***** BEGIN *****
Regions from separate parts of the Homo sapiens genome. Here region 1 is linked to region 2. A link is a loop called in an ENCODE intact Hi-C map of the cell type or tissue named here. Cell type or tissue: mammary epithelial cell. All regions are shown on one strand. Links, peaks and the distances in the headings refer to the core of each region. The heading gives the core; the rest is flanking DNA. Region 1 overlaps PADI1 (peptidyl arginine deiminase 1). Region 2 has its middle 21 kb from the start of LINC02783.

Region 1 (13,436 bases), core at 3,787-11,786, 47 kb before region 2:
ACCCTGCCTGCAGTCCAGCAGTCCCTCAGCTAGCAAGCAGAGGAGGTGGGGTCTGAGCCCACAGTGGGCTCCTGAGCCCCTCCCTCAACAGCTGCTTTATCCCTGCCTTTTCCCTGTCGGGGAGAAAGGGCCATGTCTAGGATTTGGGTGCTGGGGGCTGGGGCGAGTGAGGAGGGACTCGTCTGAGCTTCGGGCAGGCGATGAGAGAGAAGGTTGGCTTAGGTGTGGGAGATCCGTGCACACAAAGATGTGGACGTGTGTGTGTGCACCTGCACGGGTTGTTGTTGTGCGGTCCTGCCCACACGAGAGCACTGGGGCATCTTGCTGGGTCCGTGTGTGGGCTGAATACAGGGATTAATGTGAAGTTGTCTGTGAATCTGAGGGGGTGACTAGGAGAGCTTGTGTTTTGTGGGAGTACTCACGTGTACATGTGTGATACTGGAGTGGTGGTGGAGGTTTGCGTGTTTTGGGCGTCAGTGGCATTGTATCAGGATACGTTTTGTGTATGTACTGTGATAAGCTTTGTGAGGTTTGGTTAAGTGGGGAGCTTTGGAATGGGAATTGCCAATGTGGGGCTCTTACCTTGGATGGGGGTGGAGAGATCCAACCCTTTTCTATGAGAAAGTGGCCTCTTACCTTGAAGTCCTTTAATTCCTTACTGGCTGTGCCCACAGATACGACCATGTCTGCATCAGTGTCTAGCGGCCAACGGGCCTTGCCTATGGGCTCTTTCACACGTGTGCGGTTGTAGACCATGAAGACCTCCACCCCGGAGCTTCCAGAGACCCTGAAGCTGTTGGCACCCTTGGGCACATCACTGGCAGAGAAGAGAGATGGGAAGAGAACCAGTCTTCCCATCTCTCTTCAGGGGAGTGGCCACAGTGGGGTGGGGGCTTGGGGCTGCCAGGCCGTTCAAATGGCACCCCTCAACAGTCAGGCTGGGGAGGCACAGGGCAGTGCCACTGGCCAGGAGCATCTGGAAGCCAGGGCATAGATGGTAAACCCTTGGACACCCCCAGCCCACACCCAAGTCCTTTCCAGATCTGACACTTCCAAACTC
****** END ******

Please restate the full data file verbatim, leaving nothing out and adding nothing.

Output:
Regions from separate parts of the Homo sapiens genome. Here region 1 is linked to region 2. A link is a loop called in an ENCODE intact Hi-C map of the cell type or tissue named here. Cell type or tissue: mammary epithelial cell. All regions are shown on one strand. Links, peaks and the distances in the headings refer to the core of each region. The heading gives the core; the rest is flanking DNA. Region 1 overlaps PADI1 (peptidyl arginine deiminase 1). Region 2 has its middle 21 kb from the start of LINC02783.

Region 1 (13,436 bases), core at 3,787-11,786, 47 kb before region 2:
ACCCTGCCTGCAGTCCAGCAGTCCCTCAGCTAGCAAGCAGAGGAGGTGGGGTCTGAGCCCACAGTGGGCTCCTGAGCCCCTCCCTCAACAGCTGCTTTATCCCTGCCTTTTCCCTGTCGGGGAGAAAGGGCCATGTCTAGGATTTGGGTGCTGGGGGCTGGGGCGAGTGAGGAGGGACTCGTCTGAGCTTCGGGCAGGCGATGAGAGAGAAGGTTGGCTTAGGTGTGGGAGATCCGTGCACACAAAGATGTGGACGTGTGTGTGTGCACCTGCACGGGTTGTTGTTGTGCGGTCCTGCCCACACGAGAGCACTGGGGCATCTTGCTGGGTCCGTGTGTGGGCTGAATACAGGGATTAATGTGAAGTTGTCTGTGAATCTGAGGGGGTGACTAGGAGAGCTTGTGTTTTGTGGGAGTACTCACGTGTACATGTGTGATACTGGAGTGGTGGTGGAGGTTTGCGTGTTTTGGGCGTCAGTGGCATTGTATCAGGATACGTTTTGTGTATGTACTGTGATAAGCTTTGTGAGGTTTGGTTAAGTGGGGAGCTTTGGAATGGGAATTGCCAATGTGGGGCTCTTACCTTGGATGGGGGTGGAGAGATCCAACCCTTTTCTATGAGAAAGTGGCCTCTTACCTTGAAGTCCTTTAATTCCTTACTGGCTGTGCCCACAGATACGACCATGTCTGCATCAGTGTCTAGCGGCCAACGGGCCTTGCCTATGGGCTCTTTCACACGTGTGCGGTTGTAGACCATGAAGACCTCCACCCCGGAGCTTCCAGAGACCCTGAAGCTGTTGGCACCCTTGGGCACATCACTGGCAGAGAAGAGAGATGGGAAGAGAACCAGTCTTCCCATCTCTCTTCAGGGGAGTGGCCACAGTGGGGTGGGGGCTTGGGGCTGCCAGGCCGTTCAAATGGCACCCCTCAACAGTCAGGCTGGGGAGGCACAGGGCAGTGCCACTGGCCAGGAGCATCTGGAAGCCAGGGCATAGATGGTAAACCCTTGGACACCCCCAGCCCACACCCAAGTCCTTTCCAGATCTGACACTTCCAAACTC